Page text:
Interactive Map Shows Prices Vary By Service Across Colorado

An interactive map is now available from the Center for Improving Value in Health Care (CIVHC) providing communities across Colorado with price comparison information for common health care services. The accompanying infographic shows the variation in prices for common health care services across regions, and that the regions with the highest and lowest prices are not consistent when comparing services.

The map illustrates regional variation for 11 common services across the nine Division of Insurance geographic rating areas. Understanding price variation across these regions is essential because cost of care plays an important role in setting premiums for people who live in those areas. Equipped with a deeper understanding of how health care prices vary, communities, employers, policy-makers and other stakeholders can better understand what is driving premiums and identify solutions to lower costs.

No one region is consistently high or low for all of the procedures, although some regions stand out for several of the services. For example, the West region is the highest with respect to prices for five procedures – breast biopsy, C-section, hip replacement, knee arthroscopy and tonsillectomy. In contrast, the Boulder region has the lowest prices for three of the services – gall bladder surgery, hip replacement and knee replacement. The East region is unique in that it is highest for cataract surgery, colonoscopy and upper GI endoscopy, but also has the lowest prices in vaginal delivery.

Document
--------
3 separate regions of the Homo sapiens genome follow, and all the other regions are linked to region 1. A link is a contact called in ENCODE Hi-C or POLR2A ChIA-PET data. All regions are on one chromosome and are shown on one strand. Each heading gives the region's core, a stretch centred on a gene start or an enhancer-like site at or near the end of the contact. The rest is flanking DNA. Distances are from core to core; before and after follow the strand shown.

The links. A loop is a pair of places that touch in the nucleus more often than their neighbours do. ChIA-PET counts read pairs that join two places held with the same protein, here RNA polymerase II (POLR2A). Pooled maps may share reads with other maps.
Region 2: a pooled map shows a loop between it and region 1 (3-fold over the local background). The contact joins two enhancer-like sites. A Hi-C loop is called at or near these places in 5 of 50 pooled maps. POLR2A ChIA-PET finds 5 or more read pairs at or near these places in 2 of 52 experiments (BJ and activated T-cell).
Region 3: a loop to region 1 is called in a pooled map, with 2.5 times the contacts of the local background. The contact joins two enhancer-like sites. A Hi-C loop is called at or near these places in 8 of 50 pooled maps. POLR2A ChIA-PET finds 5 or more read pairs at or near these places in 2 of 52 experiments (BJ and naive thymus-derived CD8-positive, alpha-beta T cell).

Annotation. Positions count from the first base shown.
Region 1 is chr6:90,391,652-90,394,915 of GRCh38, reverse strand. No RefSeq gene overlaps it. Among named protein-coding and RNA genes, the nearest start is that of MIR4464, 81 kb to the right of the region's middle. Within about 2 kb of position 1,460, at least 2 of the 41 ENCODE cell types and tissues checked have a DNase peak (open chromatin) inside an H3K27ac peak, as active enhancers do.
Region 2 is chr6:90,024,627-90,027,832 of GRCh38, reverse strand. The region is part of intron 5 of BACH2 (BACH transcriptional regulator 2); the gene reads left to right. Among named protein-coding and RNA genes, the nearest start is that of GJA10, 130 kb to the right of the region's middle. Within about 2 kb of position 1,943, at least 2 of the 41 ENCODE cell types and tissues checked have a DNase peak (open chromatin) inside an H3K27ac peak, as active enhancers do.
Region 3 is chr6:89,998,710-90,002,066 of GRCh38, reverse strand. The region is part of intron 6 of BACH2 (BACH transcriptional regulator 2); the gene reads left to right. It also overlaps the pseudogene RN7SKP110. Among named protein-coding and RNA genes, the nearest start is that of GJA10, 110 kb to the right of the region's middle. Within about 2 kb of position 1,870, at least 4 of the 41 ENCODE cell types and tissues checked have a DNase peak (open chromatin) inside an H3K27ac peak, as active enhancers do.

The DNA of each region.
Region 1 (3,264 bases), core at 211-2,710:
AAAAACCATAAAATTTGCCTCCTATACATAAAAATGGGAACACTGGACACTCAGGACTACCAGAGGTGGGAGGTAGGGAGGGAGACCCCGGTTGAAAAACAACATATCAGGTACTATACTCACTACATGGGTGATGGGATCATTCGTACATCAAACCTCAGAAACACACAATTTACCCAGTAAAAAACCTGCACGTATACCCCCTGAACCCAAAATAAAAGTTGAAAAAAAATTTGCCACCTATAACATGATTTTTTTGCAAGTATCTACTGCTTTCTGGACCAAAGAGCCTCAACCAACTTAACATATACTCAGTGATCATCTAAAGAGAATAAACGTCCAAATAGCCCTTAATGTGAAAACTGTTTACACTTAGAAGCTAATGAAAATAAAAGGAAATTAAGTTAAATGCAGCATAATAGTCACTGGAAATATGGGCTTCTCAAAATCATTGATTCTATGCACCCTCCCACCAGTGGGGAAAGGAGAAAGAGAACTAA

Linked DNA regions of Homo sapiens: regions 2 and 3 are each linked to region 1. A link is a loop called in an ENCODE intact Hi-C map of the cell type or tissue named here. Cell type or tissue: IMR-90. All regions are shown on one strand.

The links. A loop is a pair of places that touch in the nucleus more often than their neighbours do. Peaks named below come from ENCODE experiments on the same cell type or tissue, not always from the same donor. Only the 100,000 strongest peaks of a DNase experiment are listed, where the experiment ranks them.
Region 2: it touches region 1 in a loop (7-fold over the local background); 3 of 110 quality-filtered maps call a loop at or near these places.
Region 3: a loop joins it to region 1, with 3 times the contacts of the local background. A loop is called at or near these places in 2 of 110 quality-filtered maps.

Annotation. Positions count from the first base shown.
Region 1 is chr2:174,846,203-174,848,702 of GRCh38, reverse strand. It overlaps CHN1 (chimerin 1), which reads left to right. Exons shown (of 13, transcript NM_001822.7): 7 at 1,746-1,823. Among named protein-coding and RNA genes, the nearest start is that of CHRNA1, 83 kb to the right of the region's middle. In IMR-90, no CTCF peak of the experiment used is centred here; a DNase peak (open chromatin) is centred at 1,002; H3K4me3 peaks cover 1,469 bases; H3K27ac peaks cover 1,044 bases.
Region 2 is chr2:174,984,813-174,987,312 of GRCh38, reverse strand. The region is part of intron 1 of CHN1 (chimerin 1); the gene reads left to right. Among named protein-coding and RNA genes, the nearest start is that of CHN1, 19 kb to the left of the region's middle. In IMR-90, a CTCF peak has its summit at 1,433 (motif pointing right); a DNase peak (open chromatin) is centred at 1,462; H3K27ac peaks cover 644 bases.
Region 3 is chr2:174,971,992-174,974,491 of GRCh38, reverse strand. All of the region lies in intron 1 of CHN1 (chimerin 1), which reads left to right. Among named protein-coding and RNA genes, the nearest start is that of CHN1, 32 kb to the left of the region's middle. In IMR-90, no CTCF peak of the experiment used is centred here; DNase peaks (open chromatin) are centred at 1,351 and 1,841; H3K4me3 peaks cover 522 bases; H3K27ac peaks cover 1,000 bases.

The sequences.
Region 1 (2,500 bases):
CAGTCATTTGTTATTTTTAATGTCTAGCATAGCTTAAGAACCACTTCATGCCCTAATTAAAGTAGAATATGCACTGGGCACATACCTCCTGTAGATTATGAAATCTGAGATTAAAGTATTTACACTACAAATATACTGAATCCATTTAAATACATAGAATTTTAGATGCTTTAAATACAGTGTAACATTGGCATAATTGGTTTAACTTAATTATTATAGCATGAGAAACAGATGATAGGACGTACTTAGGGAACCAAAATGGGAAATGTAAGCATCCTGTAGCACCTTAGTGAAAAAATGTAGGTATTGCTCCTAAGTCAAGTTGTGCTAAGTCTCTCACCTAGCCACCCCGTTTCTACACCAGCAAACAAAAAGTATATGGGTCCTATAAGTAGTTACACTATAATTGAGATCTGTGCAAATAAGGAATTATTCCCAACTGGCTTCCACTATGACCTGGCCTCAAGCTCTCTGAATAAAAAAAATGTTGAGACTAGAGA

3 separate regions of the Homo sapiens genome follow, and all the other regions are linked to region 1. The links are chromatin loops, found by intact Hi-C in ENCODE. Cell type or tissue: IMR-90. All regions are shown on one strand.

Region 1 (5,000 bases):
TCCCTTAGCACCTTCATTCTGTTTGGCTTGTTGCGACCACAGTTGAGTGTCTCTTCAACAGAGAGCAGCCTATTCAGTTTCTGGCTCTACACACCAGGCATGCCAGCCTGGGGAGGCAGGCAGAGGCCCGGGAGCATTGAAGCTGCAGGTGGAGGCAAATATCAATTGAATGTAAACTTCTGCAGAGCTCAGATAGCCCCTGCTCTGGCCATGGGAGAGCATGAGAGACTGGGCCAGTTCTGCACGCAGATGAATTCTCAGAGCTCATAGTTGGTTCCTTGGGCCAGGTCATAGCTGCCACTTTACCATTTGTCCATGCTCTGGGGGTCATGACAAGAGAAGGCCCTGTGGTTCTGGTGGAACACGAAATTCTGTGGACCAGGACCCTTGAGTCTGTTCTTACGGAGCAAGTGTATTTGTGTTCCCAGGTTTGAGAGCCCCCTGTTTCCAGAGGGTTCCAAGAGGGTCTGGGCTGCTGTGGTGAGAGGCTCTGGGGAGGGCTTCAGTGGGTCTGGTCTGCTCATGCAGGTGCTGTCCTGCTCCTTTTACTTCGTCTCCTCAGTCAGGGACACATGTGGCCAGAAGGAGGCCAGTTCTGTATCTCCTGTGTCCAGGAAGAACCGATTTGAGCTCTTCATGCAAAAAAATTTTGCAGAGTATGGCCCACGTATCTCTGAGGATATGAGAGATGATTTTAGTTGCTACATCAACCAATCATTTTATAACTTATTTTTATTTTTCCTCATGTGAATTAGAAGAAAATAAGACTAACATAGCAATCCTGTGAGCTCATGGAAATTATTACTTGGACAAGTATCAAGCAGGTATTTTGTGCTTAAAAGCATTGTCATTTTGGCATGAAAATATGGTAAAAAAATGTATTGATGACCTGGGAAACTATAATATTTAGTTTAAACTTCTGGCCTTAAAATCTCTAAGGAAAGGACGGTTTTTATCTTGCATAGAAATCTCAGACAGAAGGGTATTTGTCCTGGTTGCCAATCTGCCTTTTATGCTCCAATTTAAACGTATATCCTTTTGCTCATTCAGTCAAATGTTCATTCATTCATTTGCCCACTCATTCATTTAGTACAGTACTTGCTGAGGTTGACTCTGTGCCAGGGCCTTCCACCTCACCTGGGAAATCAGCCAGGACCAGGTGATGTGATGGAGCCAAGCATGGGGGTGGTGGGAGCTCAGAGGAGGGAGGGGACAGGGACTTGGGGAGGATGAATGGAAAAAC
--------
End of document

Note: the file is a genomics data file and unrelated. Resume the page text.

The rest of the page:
The data is based on 2017 claims information in the Colorado All Payer Claims Database (CO APCD) from over 40 commercial health insurance payers. Prices reflect payments made for the full episode of care (pre-, during, and post-). Named hospital and ambulatory surgery center prices for these services, along with patient experience ratings are also available on the Shop for Care page.

“Providing this new view of the episode prices at the DOI region can help inform many of the conversations happening at the employer, legislative, provider and community-level across the state,” states Ana English, President and CEO of CIVHC. “While it’s important for patients to have the ability to shop for care on an individual facility basis, simultaneously as a state, we must continue to work together using data to understand how we can drive down cost and variation across the system as a whole.”



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